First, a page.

DISCUSSES DE PALMA SPARKING THE IDEA FOR OPENING SCRAWL IN 'STAR WARS', & MUCH MORE
In a section of the terrific interview above, Steven Spielberg talks about the way he and his filmmaking friends would help each other out as they were all coming up in the industry:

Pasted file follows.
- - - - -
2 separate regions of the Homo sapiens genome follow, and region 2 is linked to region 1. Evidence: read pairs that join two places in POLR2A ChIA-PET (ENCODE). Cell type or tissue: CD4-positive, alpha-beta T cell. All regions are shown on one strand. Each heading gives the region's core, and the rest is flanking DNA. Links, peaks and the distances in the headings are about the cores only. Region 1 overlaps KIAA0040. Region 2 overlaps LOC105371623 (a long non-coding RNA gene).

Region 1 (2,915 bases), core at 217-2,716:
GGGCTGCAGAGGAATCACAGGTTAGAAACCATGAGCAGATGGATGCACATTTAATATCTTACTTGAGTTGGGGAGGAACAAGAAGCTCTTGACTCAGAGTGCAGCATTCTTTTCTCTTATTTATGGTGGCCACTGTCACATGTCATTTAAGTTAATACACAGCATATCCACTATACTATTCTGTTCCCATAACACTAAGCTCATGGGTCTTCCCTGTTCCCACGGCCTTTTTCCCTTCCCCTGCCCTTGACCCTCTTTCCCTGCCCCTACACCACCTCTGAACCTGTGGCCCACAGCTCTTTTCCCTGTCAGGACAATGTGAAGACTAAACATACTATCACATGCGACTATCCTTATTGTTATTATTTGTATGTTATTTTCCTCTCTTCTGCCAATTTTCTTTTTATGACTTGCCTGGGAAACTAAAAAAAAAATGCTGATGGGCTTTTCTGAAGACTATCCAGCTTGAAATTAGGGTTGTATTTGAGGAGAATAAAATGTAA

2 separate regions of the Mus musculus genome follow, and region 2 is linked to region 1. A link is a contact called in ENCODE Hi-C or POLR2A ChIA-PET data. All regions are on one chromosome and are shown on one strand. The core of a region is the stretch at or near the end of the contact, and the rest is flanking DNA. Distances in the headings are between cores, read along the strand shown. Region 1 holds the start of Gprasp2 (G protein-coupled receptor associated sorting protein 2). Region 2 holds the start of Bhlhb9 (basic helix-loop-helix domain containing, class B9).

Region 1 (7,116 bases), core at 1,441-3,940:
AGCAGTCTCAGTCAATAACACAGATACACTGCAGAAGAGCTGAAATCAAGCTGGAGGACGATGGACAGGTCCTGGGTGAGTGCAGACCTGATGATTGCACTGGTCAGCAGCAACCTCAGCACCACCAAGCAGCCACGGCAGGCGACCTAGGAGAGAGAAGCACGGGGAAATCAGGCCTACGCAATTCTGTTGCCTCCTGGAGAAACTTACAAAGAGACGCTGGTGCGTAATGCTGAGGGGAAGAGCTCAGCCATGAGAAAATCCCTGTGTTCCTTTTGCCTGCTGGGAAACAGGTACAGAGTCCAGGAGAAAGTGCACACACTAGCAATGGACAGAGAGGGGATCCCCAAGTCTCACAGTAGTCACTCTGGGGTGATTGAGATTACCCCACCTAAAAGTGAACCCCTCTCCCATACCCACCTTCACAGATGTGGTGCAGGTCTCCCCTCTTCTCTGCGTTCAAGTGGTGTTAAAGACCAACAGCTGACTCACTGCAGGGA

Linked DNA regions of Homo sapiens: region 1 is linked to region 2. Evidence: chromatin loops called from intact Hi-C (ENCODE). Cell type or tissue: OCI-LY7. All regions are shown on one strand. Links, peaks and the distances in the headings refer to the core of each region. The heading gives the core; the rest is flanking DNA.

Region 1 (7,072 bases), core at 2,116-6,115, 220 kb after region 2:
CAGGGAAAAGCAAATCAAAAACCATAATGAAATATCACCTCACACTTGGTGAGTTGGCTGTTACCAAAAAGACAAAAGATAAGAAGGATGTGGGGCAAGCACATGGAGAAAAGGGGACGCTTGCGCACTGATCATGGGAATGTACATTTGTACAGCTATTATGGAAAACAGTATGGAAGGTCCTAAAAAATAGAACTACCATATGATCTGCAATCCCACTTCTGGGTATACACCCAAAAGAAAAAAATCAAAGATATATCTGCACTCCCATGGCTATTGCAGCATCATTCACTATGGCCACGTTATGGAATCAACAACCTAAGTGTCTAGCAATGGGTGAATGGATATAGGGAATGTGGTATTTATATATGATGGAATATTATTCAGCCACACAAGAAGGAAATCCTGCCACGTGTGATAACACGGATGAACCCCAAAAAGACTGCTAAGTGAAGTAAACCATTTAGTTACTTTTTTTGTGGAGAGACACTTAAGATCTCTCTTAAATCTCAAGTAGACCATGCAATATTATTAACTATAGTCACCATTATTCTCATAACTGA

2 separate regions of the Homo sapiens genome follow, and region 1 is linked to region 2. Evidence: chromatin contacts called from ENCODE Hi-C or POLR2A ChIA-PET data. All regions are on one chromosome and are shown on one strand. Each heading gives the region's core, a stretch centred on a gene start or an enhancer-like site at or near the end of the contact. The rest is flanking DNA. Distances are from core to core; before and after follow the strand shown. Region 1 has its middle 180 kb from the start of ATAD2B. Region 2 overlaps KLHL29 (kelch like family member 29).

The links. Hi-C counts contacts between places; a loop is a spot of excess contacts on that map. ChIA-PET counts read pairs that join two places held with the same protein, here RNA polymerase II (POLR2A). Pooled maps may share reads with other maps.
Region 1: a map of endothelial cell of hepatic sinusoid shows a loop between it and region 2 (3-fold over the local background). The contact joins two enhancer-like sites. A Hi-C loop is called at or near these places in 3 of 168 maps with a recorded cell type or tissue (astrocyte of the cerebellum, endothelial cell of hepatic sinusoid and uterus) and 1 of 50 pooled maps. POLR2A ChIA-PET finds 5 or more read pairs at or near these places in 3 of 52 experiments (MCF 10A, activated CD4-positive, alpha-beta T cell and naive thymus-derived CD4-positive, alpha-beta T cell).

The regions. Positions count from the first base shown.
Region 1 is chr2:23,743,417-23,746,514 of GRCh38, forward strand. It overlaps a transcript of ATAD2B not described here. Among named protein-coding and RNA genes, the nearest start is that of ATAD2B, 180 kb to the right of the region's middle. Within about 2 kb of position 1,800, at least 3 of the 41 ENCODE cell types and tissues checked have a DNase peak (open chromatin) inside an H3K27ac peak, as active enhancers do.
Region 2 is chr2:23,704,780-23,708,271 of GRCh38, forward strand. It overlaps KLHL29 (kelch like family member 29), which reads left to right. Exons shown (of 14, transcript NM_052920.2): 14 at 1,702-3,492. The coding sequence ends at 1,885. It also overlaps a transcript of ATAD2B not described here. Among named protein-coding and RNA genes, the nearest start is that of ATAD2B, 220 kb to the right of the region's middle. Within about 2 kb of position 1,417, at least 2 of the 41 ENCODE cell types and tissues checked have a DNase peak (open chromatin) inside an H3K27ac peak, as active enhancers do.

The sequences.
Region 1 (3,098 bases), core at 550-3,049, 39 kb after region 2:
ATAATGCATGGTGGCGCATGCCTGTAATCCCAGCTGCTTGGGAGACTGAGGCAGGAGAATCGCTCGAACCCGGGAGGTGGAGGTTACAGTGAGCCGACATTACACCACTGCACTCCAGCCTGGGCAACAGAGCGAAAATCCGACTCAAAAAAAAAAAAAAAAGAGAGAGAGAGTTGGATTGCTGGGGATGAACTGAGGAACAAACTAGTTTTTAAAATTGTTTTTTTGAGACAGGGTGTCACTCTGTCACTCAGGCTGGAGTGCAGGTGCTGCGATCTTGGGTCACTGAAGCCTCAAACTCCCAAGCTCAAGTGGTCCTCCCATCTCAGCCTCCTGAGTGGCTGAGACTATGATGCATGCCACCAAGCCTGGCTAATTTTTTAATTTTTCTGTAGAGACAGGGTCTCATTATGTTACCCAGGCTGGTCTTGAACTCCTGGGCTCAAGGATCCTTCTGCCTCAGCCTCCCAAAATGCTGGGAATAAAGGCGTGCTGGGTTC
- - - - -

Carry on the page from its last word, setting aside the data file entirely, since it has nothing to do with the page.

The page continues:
"We had such a wonderful kind of an incubator in the early '70s. Late '60s/early '70s. I really began directing in '69, that was television, I was 21, but... And I met all these people around that period of time. I met George Lucas in 1967 when we were both in college. I was at Long Beach State, he was at USC. And I met a lot of those fellows in college, and professional life, and it was not a clique, not a 'Brat Pack,' nothing that people claim we were. We were just a bunch of filmmakers that weren't afraid to show our rough cuts to each other, and weren't afraid of that kind of criticism. We weren't afraid of George Lucas or Brian De Palma. I'll never forget the day Brian De Palma and I saw the rough cut of Star Wars. And there were only about six of us in the room. And it was the very first time George had ever showed the picture to anybody, and chose the six of us to show it to. Well, Brian went off the deep end. [Smiling as he playfully imitates De Palma] 'Whaas... Makes no sense! Nonsense! What's this all about?' And through all of the contention of that wild evening where Brian liked the movie, but thought it was sort of mixed up... it was really mixed up, it just didn't have 89 percent of the special effects in them-- who could possibly make head or tails of Star Wars without all those, you know, 500 effects shots? But, Brian's contention did lead to George inventing the now very famous forward, like the old serials, that crawled up the screen. You know, 'A long time ago, in a galaxy far, far away.' Now that came out of that rough cut screening. You know, and that was exciting to see things like that happen. I sat with Scorsese, in the editing room, heloing him edit the last ten minutes of Taxi Driver. Which is a film totally unlike who I am. But he asked me to come in, and to give my opinion, and to make some comments, and I did. That was fun, you know, we've all helped each other with our movies. The shark blowing up in Jaws was not my idea. It wasn't in the Peter Benchley novel, wasn't in the Peter Benchley screenplay, and the Carl Gottlieb screenplay. It was simply some filmmaker friends of mine who read the script and said, 'The shark's gotta blow up at the end. You've got to find some way to explode it. Not just kill it, it's gotta explode!' And without that kind of, sort of selfless thinking, where the ego is not leading you around by your nostrils, but you're open to pain, and to embarrassment, and to ridicule, and by being open to that with peers that know what it's like to make a movie, that have made movies, that you can respect their word, their critique, so to speak... and it's a great way to work. A great way to make your movies even better."